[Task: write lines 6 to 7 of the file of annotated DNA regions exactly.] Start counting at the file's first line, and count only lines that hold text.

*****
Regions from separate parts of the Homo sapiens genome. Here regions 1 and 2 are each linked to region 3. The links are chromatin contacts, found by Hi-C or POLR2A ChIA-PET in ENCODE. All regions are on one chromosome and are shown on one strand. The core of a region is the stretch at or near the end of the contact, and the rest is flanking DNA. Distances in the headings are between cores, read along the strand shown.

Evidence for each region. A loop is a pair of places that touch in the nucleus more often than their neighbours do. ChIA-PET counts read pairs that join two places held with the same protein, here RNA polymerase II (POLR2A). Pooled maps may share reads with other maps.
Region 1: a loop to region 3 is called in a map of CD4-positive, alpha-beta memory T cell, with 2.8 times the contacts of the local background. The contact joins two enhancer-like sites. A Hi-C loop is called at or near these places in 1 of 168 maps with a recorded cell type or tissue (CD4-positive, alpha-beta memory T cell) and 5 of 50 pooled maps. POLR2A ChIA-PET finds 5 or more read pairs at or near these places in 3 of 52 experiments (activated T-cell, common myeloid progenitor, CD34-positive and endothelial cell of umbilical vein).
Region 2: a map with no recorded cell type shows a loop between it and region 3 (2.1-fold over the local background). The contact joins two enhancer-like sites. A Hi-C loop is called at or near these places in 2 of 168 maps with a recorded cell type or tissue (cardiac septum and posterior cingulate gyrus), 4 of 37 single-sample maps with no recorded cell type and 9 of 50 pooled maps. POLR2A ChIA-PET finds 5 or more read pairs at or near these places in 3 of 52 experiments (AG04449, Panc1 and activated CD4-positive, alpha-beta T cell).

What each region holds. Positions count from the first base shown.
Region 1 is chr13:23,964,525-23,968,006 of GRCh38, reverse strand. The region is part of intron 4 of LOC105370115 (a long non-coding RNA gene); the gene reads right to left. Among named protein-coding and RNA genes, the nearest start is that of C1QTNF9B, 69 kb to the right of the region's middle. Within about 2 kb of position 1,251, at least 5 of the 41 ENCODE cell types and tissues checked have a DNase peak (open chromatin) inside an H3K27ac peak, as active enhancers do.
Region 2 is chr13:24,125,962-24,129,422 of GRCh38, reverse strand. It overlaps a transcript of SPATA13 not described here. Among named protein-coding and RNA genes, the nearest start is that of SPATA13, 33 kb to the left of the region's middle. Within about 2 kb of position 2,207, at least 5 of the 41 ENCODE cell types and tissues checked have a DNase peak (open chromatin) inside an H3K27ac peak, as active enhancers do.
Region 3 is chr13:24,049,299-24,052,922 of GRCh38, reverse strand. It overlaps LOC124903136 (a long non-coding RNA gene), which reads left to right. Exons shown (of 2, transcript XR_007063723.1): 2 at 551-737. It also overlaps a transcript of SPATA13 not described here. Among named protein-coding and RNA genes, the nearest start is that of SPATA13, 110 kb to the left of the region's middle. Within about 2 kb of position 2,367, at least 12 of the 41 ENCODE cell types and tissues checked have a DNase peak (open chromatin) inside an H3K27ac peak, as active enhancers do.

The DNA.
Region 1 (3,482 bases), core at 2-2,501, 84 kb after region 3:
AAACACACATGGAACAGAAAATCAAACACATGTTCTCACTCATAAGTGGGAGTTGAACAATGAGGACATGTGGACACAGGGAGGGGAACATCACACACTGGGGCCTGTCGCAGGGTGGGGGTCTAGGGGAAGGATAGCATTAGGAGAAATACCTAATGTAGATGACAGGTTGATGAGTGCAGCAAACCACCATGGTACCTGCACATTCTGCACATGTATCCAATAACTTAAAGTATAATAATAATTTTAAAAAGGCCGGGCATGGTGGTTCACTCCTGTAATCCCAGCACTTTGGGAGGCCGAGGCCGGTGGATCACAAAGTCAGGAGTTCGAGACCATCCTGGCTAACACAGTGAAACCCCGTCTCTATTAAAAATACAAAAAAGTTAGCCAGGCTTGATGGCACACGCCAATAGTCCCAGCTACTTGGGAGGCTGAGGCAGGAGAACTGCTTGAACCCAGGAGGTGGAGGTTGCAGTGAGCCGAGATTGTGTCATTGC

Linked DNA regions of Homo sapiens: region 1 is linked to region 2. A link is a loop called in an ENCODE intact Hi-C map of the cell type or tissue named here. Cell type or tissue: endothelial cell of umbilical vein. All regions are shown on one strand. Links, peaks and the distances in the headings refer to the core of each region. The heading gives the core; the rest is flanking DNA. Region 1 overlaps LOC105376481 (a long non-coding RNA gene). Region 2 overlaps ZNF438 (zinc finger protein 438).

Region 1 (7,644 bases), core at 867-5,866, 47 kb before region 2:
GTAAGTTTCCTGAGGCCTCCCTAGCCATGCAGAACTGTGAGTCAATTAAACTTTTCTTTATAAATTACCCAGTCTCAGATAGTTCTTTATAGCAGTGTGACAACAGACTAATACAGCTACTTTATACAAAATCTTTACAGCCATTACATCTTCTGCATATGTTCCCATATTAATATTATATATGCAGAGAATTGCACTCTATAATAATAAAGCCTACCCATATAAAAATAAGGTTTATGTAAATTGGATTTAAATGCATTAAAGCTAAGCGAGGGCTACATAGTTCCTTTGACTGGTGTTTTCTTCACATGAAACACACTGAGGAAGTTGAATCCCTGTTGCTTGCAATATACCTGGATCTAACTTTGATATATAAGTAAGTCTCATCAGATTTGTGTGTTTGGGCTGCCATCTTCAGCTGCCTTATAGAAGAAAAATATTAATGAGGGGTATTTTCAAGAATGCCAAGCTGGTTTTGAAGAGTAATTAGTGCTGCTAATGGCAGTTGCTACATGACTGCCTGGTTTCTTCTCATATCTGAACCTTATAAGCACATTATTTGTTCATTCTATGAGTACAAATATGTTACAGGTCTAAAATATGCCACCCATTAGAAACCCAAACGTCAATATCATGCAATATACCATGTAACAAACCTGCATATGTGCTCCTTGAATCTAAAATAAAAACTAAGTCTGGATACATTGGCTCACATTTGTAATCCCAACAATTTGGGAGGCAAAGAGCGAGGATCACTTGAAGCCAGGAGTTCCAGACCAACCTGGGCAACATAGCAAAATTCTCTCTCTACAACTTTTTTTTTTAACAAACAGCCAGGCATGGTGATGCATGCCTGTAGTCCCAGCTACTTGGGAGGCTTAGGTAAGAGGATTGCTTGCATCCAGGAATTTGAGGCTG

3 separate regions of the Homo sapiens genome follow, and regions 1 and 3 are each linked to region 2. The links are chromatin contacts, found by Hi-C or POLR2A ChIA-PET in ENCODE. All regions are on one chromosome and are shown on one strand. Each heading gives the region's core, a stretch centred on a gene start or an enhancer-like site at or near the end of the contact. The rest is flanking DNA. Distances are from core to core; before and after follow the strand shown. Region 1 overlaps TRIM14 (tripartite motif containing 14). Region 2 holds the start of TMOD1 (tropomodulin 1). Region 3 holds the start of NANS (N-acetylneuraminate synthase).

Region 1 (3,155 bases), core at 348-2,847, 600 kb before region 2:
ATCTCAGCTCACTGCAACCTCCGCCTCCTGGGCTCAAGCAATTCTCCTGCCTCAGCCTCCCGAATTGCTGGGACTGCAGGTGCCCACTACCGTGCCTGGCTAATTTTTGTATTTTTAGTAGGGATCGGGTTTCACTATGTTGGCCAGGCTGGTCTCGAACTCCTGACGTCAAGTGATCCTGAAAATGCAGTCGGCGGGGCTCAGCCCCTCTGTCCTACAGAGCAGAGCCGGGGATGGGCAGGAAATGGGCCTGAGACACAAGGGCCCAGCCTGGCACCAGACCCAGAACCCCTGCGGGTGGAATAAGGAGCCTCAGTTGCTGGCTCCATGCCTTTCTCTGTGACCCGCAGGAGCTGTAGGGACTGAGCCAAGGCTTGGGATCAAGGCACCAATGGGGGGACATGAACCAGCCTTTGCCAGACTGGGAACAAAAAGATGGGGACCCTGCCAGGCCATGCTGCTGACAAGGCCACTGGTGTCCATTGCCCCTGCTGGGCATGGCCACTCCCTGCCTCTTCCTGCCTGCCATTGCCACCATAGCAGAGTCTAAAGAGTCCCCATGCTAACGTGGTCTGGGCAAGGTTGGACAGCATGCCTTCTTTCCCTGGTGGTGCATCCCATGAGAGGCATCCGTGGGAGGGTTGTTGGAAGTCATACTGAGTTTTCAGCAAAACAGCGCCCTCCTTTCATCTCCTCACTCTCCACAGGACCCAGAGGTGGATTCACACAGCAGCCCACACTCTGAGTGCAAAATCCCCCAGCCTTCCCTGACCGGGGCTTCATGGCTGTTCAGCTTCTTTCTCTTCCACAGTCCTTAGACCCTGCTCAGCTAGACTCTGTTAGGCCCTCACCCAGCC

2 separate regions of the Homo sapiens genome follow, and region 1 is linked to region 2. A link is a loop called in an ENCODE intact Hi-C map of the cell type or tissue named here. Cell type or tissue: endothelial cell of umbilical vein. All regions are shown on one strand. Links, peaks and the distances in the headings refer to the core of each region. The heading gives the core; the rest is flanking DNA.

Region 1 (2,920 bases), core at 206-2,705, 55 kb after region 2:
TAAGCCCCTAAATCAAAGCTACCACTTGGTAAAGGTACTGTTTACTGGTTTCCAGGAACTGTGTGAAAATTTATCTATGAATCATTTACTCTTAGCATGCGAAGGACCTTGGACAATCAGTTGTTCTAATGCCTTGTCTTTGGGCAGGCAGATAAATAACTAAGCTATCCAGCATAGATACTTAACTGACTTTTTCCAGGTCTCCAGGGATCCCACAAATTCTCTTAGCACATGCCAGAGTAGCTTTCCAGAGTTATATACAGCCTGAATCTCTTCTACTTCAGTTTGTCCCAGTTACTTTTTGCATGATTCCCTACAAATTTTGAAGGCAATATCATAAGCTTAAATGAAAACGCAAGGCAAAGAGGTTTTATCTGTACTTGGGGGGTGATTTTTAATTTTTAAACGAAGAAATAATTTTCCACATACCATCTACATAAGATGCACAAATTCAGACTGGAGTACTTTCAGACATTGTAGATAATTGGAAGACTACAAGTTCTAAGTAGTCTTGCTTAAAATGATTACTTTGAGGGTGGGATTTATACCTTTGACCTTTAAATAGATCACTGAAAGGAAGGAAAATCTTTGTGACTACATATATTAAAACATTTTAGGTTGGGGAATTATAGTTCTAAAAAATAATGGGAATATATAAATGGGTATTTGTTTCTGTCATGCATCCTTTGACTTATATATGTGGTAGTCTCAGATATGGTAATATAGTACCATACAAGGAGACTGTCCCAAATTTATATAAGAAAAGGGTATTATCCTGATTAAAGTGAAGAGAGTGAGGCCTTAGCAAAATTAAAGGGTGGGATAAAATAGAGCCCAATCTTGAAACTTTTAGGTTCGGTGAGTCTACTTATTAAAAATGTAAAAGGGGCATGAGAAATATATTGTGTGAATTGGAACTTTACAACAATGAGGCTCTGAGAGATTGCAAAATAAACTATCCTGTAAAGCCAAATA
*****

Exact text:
Region 1 is chr13:23,964,525-23,968,006 of GRCh38, reverse strand. The region is part of intron 4 of LOC105370115 (a long non-coding RNA gene); the gene reads right to left. Among named protein-coding and RNA genes, the nearest start is that of C1QTNF9B, 69 kb to the right of the region's middle. Within about 2 kb of position 1,251, at least 5 of the 41 ENCODE cell types and tissues checked have a DNase peak (open chromatin) inside an H3K27ac peak, as active enhancers do.
Region 2 is chr13:24,125,962-24,129,422 of GRCh38, reverse strand. It overlaps a transcript of SPATA13 not described here. Among named protein-coding and RNA genes, the nearest start is that of SPATA13, 33 kb to the left of the region's middle. Within about 2 kb of position 2,207, at least 5 of the 41 ENCODE cell types and tissues checked have a DNase peak (open chromatin) inside an H3K27ac peak, as active enhancers do.